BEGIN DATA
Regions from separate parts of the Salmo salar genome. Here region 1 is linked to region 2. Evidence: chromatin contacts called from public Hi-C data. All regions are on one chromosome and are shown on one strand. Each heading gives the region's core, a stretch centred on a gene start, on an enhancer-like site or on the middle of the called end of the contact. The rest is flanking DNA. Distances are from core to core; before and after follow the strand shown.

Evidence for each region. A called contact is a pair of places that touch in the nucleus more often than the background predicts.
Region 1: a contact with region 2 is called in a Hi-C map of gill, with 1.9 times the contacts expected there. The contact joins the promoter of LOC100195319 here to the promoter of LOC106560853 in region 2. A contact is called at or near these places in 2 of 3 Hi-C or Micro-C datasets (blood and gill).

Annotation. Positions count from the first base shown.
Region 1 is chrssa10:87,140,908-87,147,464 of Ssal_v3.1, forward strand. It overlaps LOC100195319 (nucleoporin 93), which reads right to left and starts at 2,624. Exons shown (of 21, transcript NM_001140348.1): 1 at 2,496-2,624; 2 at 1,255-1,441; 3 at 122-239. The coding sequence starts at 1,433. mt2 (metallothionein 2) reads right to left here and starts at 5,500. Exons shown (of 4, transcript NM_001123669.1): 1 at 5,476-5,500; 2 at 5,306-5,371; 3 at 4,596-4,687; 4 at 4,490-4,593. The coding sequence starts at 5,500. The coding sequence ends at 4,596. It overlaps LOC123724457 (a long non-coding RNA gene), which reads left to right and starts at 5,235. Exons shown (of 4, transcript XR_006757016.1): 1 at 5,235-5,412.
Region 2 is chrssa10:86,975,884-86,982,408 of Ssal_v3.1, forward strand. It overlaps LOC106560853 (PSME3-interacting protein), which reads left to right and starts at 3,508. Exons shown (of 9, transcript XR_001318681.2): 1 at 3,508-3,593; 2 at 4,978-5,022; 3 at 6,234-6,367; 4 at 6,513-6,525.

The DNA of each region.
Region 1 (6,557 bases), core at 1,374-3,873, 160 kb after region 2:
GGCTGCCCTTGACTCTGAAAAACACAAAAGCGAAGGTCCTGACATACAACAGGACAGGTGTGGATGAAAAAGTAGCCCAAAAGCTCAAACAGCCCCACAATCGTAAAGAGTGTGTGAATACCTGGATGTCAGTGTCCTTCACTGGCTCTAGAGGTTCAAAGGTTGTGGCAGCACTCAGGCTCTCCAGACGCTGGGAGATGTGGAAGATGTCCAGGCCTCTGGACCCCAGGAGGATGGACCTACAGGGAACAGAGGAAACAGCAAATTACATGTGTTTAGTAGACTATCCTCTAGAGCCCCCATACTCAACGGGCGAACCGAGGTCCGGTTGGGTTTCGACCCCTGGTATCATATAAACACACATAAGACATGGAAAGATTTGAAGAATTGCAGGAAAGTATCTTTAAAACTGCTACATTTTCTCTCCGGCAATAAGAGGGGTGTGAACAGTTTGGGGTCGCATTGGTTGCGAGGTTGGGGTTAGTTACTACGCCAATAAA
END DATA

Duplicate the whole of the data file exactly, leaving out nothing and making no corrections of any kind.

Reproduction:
Regions from separate parts of the Salmo salar genome. Here region 1 is linked to region 2. Evidence: chromatin contacts called from public Hi-C data. All regions are on one chromosome and are shown on one strand. Each heading gives the region's core, a stretch centred on a gene start, on an enhancer-like site or on the middle of the called end of the contact. The rest is flanking DNA. Distances are from core to core; before and after follow the strand shown.

Evidence for each region. A called contact is a pair of places that touch in the nucleus more often than the background predicts.
Region 1: a contact with region 2 is called in a Hi-C map of gill, with 1.9 times the contacts expected there. The contact joins the promoter of LOC100195319 here to the promoter of LOC106560853 in region 2. A contact is called at or near these places in 2 of 3 Hi-C or Micro-C datasets (blood and gill).

Annotation. Positions count from the first base shown.
Region 1 is chrssa10:87,140,908-87,147,464 of Ssal_v3.1, forward strand. It overlaps LOC100195319 (nucleoporin 93), which reads right to left and starts at 2,624. Exons shown (of 21, transcript NM_001140348.1): 1 at 2,496-2,624; 2 at 1,255-1,441; 3 at 122-239. The coding sequence starts at 1,433. mt2 (metallothionein 2) reads right to left here and starts at 5,500. Exons shown (of 4, transcript NM_001123669.1): 1 at 5,476-5,500; 2 at 5,306-5,371; 3 at 4,596-4,687; 4 at 4,490-4,593. The coding sequence starts at 5,500. The coding sequence ends at 4,596. It overlaps LOC123724457 (a long non-coding RNA gene), which reads left to right and starts at 5,235. Exons shown (of 4, transcript XR_006757016.1): 1 at 5,235-5,412.
Region 2 is chrssa10:86,975,884-86,982,408 of Ssal_v3.1, forward strand. It overlaps LOC106560853 (PSME3-interacting protein), which reads left to right and starts at 3,508. Exons shown (of 9, transcript XR_001318681.2): 1 at 3,508-3,593; 2 at 4,978-5,022; 3 at 6,234-6,367; 4 at 6,513-6,525.

The DNA of each region.
Region 1 (6,557 bases), core at 1,374-3,873, 160 kb after region 2:
GGCTGCCCTTGACTCTGAAAAACACAAAAGCGAAGGTCCTGACATACAACAGGACAGGTGTGGATGAAAAAGTAGCCCAAAAGCTCAAACAGCCCCACAATCGTAAAGAGTGTGTGAATACCTGGATGTCAGTGTCCTTCACTGGCTCTAGAGGTTCAAAGGTTGTGGCAGCACTCAGGCTCTCCAGACGCTGGGAGATGTGGAAGATGTCCAGGCCTCTGGACCCCAGGAGGATGGACCTACAGGGAACAGAGGAAACAGCAAATTACATGTGTTTAGTAGACTATCCTCTAGAGCCCCCATACTCAACGGGCGAACCGAGGTCCGGTTGGGTTTCGACCCCTGGTATCATATAAACACACATAAGACATGGAAAGATTTGAAGAATTGCAGGAAAGTATCTTTAAAACTGCTACATTTTCTCTCCGGCAATAAGAGGGGTGTGAACAGTTTGGGGTCGCATTGGTTGCGAGGTTGGGGTTAGTTACTACGCCAATAAA